Motivation vs. Discipline

A new year. A new start. A concept many people believe.  Although, I have never understood why January 1st carries such a deep association to change and improvement as opposed to any other random date.  A change for the better can begin at any time if you have the motivation.  Or, is it more discipline that you need?  An article from directs the spotlight on motivation vs discipline.  Motivation – a reason or reasons for acting or behaving in a particular way. Discipline – train oneself to do something in a controlled and habitual way.  From these simple definitions it is apparent that one behavior tends to be sporadic, or short-term, moments while that other seeks consistence.  Motivation can burn within a person almost instantaneously resulting from an experience or observation, good or bad, but can then soon smolder.  Discipline is the true grit that takes a spontaneous burst of motivational fire that is within you and keep you on track to achieve a new goal.

Discipline is a trait that can be learned, but will most likely be challenging in the beginning.  The first step, as mentioned in previous Salus Update Blog posts, is to start small.  Do not set yourself up for failure by taking on too much, too fast.  Second, set realistic and achievable goals, write them down and keep them in a place where you’ll see them often. Lastly, ensure it is meaningful to you and remind yourself why it’s important to you to achieve the particular goal.

Of course, both motivation and discipline are important. The key is understanding the differences between the two in order to give you the best chance to succeed.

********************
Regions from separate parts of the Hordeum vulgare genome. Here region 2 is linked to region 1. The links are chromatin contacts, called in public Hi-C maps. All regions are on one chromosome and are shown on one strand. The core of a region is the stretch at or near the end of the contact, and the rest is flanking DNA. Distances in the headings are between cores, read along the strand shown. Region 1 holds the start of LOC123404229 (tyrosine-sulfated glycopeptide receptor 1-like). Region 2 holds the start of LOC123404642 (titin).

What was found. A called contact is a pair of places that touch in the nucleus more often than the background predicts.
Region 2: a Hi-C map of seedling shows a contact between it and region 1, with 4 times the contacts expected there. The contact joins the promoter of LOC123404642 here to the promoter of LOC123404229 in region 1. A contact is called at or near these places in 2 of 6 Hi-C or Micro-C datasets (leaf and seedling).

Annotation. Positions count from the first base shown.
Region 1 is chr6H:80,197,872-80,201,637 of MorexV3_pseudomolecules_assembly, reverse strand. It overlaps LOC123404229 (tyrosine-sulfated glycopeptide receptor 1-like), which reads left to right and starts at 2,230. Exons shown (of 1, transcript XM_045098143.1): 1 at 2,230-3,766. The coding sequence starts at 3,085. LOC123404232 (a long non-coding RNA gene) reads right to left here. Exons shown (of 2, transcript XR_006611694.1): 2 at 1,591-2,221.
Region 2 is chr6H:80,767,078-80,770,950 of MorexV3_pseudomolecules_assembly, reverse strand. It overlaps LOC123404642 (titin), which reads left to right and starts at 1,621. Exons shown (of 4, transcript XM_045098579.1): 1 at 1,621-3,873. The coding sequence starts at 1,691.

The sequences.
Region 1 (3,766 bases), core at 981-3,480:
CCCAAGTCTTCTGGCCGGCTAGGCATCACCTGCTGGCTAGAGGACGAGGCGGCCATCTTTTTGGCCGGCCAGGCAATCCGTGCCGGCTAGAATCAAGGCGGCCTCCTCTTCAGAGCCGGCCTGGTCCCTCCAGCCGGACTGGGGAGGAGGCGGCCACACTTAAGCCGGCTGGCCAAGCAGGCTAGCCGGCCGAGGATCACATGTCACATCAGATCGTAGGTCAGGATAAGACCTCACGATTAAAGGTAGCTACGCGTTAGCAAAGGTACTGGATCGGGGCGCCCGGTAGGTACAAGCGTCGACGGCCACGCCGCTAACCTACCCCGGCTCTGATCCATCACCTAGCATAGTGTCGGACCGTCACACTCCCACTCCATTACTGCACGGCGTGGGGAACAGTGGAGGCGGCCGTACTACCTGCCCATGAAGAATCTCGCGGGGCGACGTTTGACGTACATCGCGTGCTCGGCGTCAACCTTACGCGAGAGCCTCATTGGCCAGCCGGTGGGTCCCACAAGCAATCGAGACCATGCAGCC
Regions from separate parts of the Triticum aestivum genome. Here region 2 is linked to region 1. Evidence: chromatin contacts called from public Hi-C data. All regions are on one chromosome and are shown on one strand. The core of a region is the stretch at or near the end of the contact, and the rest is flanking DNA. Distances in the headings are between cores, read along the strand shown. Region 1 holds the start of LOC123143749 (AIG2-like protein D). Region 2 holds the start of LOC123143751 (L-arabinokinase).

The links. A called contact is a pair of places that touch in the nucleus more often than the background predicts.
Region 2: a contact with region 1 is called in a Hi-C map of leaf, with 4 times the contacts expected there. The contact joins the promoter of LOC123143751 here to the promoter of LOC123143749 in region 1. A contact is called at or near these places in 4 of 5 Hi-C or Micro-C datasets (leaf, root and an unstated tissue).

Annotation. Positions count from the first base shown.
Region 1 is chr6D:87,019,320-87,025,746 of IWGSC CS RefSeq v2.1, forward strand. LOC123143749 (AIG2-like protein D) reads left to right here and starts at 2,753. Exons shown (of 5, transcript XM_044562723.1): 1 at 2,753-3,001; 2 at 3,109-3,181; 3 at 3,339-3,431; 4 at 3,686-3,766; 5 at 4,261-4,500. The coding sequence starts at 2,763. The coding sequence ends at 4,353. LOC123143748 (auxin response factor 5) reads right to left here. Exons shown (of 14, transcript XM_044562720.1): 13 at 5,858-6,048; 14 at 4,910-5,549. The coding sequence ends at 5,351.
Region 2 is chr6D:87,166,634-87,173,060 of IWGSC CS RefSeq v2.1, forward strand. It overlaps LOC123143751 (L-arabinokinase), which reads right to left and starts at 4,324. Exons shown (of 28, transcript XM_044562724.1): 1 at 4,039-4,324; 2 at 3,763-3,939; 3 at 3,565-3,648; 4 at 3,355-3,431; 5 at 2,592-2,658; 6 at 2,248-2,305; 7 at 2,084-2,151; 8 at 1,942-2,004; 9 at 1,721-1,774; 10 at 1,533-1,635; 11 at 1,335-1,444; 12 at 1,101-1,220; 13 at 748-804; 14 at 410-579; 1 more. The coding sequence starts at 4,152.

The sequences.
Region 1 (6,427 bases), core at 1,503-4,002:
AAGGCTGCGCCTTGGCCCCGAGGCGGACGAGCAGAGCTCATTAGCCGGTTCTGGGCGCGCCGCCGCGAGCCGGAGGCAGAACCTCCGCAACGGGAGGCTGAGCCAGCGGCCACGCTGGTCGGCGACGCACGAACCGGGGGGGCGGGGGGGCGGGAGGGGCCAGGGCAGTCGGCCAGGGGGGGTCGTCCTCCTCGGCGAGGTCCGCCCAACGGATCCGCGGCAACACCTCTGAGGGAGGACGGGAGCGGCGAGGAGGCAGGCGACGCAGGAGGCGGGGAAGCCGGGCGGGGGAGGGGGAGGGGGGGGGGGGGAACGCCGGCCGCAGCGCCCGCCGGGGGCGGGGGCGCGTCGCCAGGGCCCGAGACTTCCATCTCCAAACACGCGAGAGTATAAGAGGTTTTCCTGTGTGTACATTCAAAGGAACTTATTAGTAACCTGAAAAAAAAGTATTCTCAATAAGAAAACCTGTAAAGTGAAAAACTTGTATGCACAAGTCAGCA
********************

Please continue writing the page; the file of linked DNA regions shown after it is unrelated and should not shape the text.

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Source: You Don’t Need Motivation, You Need Discipline | Breaking Muscle

Don’t quit that workout! 

Most people never intend to quit short of achieving their goal or objective, but sometimes certain factors may appear or thoughts of doubt emerge spontaneously in your conscience.  These various factors or thoughts may eventually compile and build up enough power to quickly flip your emotions and desires from wanting to pursue triumph, to accepting failure, in only a few minutes.  Before you make that final decision, remember to cycle through the items in the checklist from Runner’s World.  It is a good guide to follow and may not only help improve the efficiency of your workouts, but could help with motivation too.

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Source: 9 Things to Consider Before Bailing on a Workout | Runner’s World


What is your biggest motivator to stay fit and healthy? Leave your comment below.

My motivation is not necessarily to increase my longevity, although that is a great benefit, but more to increase the quality of my day-to-day life.  Staying healthy means less sick time (stronger immune system), less restrictions on physical activities, and boosting moral and happiness.